Is the future the right time?

Marc Ouellet, Julio Santiago, Ziv Israeli, Shai Gabay

Research output: Contribution to journalArticlepeer-review


Spanish and English speakers tend to conceptualize time as running from left to right along a mental line. Previous research suggests that this representational strategy arises from the participants' exposure to a left-to-right writing system. However, direct evidence supporting this assertion suffers from several limitations and relies only on the visual modality. This study subjected to a direct test the reading hypothesis using an auditory task. Participants from two groups (Spanish and Hebrew) differing in the directionality of their orthographic system had to discriminate temporal reference (past or future) of verbs and adverbs (referring to either past or future) auditorily presented to either the left or right ear by pressing a left or a right key. Spanish participants were faster responding to past words with the left hand and to future words with the right hand, whereas Hebrew participants showed the opposite pattern. Our results demonstrate that the left-right mapping of time is not restricted to the visual modality and that the direction of reading accounts for the preferred directionality of the mental time line. These results are discussed in the context of a possible mechanism underlying the effects of reading direction on highly abstract conceptual representations.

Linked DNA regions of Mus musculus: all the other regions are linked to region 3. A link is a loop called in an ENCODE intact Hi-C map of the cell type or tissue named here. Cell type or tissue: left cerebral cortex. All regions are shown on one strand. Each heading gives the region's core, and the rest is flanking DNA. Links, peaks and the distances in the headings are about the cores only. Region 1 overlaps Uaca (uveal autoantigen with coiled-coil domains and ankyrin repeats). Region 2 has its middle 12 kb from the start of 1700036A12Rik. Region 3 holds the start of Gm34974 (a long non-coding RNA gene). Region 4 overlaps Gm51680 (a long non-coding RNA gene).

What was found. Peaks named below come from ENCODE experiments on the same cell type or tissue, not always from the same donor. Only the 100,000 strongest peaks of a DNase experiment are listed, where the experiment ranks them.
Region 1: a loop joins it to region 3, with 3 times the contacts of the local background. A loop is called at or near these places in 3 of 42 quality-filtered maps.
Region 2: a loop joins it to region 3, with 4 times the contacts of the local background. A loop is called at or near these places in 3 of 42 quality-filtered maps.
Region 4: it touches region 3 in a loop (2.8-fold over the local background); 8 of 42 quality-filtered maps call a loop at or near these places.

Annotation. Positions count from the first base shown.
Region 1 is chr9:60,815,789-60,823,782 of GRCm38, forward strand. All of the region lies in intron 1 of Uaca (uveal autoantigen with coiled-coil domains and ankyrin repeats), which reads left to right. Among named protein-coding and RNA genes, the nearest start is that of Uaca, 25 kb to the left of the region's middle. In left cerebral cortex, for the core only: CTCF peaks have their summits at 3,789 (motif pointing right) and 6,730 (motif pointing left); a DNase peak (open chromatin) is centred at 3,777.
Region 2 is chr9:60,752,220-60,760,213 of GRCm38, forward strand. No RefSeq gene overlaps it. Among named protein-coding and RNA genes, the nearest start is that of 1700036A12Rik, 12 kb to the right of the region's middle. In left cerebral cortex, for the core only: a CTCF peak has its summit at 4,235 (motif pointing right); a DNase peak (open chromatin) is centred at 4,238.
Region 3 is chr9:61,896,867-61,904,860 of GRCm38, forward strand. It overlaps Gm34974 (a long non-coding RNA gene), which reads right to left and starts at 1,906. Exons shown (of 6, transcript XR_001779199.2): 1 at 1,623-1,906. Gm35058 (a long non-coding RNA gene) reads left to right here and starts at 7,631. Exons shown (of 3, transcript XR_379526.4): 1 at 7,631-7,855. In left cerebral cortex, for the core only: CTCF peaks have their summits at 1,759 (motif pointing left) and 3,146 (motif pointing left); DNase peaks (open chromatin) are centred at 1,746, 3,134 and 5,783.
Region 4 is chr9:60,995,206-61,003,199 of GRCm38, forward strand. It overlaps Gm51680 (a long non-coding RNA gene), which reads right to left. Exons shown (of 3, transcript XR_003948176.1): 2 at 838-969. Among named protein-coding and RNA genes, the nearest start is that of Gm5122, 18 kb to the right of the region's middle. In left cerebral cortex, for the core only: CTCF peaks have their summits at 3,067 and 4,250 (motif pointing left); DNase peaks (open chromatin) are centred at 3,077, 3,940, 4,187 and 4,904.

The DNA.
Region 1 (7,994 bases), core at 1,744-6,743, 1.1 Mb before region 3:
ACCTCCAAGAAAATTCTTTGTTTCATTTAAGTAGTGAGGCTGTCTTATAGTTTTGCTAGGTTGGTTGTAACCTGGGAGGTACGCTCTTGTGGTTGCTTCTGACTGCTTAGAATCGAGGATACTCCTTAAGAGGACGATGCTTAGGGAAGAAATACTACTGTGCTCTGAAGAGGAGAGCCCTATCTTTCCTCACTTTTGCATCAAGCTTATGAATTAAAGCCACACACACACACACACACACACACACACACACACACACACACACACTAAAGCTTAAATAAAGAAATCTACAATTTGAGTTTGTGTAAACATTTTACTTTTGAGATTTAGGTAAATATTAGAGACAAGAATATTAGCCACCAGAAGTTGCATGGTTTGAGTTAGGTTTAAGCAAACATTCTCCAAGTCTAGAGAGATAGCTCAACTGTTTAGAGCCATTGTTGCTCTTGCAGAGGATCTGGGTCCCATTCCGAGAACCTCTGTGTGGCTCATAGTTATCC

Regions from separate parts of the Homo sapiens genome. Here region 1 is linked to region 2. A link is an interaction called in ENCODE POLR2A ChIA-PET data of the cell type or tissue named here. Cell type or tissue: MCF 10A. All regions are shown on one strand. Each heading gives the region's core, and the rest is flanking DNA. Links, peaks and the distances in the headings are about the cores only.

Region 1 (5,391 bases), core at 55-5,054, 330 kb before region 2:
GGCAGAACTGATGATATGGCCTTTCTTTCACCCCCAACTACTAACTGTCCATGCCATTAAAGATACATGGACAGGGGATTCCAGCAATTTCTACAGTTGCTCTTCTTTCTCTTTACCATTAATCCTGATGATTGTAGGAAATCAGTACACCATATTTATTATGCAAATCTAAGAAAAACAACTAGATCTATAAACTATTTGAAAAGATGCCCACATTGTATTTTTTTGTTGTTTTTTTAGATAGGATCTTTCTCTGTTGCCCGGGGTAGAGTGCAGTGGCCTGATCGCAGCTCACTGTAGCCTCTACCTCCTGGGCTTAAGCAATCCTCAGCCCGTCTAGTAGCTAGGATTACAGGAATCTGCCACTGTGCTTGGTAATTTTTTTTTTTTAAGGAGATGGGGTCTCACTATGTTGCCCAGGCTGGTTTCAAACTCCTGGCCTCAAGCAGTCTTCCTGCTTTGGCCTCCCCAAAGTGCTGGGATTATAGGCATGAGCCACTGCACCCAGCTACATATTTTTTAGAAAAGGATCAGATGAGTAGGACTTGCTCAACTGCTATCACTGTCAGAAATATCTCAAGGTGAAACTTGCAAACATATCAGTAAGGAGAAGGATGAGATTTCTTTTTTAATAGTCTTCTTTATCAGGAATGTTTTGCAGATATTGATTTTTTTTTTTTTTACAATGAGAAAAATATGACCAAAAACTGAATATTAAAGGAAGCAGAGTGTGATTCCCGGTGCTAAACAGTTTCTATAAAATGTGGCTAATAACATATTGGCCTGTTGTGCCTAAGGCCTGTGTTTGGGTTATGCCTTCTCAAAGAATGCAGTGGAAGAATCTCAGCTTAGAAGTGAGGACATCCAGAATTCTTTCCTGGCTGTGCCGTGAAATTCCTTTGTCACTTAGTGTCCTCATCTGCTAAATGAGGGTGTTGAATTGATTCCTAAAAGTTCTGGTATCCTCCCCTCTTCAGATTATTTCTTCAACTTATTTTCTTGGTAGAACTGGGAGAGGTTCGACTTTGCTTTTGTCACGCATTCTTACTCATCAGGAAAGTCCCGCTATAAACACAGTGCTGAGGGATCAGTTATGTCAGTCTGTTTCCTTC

Original languageEnglish
Pages (from-to)308-314
Number of pages7
JournalExperimental Psychology
Issue number4
StatePublished - 2010
Externally publishedYes


  • Conceptual metaphor
  • Hebrew
  • Linguistic relativity
  • Semantics
  • Spanish
  • Spatial cognition
  • Time
  • Writing systems

ASJC Scopus subject areas

  • Experimental and Cognitive Psychology
  • General Psychology
  • Arts and Humanities (miscellaneous)


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